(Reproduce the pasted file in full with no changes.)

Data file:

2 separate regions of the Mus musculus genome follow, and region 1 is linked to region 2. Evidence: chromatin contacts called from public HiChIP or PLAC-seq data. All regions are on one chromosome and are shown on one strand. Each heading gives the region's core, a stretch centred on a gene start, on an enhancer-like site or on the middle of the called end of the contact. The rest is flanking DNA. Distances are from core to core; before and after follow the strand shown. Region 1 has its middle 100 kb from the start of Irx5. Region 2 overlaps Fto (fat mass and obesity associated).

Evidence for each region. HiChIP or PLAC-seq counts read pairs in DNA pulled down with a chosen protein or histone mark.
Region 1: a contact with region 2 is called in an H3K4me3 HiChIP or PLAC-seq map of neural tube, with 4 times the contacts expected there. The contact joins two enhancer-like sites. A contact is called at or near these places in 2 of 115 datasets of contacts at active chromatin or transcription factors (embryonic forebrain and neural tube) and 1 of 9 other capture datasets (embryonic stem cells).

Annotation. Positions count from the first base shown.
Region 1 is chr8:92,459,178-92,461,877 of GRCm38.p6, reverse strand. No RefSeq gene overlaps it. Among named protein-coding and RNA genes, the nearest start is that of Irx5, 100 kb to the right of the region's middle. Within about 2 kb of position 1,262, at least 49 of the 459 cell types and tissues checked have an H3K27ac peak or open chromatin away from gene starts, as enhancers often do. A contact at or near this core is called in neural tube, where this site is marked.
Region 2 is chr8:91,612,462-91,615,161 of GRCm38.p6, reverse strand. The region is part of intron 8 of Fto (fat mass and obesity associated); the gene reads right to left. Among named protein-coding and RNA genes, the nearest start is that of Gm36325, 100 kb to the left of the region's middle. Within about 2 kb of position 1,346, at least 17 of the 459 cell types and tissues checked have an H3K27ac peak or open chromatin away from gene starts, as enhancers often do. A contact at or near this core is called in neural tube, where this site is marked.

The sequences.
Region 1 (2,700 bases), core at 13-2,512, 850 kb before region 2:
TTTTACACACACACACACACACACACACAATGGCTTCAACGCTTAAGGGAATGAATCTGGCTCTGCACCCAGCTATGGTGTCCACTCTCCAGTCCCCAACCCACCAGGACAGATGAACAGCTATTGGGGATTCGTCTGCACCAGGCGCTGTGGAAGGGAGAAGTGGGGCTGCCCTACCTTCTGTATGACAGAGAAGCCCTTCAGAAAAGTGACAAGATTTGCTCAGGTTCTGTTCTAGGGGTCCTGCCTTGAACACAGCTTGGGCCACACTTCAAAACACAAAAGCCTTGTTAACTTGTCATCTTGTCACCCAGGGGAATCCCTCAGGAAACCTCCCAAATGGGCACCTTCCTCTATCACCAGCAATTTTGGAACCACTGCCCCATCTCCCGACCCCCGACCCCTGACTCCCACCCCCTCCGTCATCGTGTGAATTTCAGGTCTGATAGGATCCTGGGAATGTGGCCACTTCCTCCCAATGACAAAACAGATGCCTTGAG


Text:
2 separate regions of the Mus musculus genome follow, and region 1 is linked to region 2. Evidence: chromatin contacts called from public HiChIP or PLAC-seq data. All regions are on one chromosome and are shown on one strand. Each heading gives the region's core, a stretch centred on a gene start, on an enhancer-like site or on the middle of the called end of the contact. The rest is flanking DNA. Distances are from core to core; before and after follow the strand shown. Region 1 has its middle 100 kb from the start of Irx5. Region 2 overlaps Fto (fat mass and obesity associated).

Evidence for each region. HiChIP or PLAC-seq counts read pairs in DNA pulled down with a chosen protein or histone mark.
Region 1: a contact with region 2 is called in an H3K4me3 HiChIP or PLAC-seq map of neural tube, with 4 times the contacts expected there. The contact joins two enhancer-like sites. A contact is called at or near these places in 2 of 115 datasets of contacts at active chromatin or transcription factors (embryonic forebrain and neural tube) and 1 of 9 other capture datasets (embryonic stem cells).

Annotation. Positions count from the first base shown.
Region 1 is chr8:92,459,178-92,461,877 of GRCm38.p6, reverse strand. No RefSeq gene overlaps it. Among named protein-coding and RNA genes, the nearest start is that of Irx5, 100 kb to the right of the region's middle. Within about 2 kb of position 1,262, at least 49 of the 459 cell types and tissues checked have an H3K27ac peak or open chromatin away from gene starts, as enhancers often do. A contact at or near this core is called in neural tube, where this site is marked.
Region 2 is chr8:91,612,462-91,615,161 of GRCm38.p6, reverse strand. The region is part of intron 8 of Fto (fat mass and obesity associated); the gene reads right to left. Among named protein-coding and RNA genes, the nearest start is that of Gm36325, 100 kb to the left of the region's middle. Within about 2 kb of position 1,346, at least 17 of the 459 cell types and tissues checked have an H3K27ac peak or open chromatin away from gene starts, as enhancers often do. A contact at or near this core is called in neural tube, where this site is marked.

The sequences.
Region 1 (2,700 bases), core at 13-2,512, 850 kb before region 2:
TTTTACACACACACACACACACACACACAATGGCTTCAACGCTTAAGGGAATGAATCTGGCTCTGCACCCAGCTATGGTGTCCACTCTCCAGTCCCCAACCCACCAGGACAGATGAACAGCTATTGGGGATTCGTCTGCACCAGGCGCTGTGGAAGGGAGAAGTGGGGCTGCCCTACCTTCTGTATGACAGAGAAGCCCTTCAGAAAAGTGACAAGATTTGCTCAGGTTCTGTTCTAGGGGTCCTGCCTTGAACACAGCTTGGGCCACACTTCAAAACACAAAAGCCTTGTTAACTTGTCATCTTGTCACCCAGGGGAATCCCTCAGGAAACCTCCCAAATGGGCACCTTCCTCTATCACCAGCAATTTTGGAACCACTGCCCCATCTCCCGACCCCCGACCCCTGACTCCCACCCCCTCCGTCATCGTGTGAATTTCAGGTCTGATAGGATCCTGGGAATGTGGCCACTTCCTCCCAATGACAAAACAGATGCCTTGAG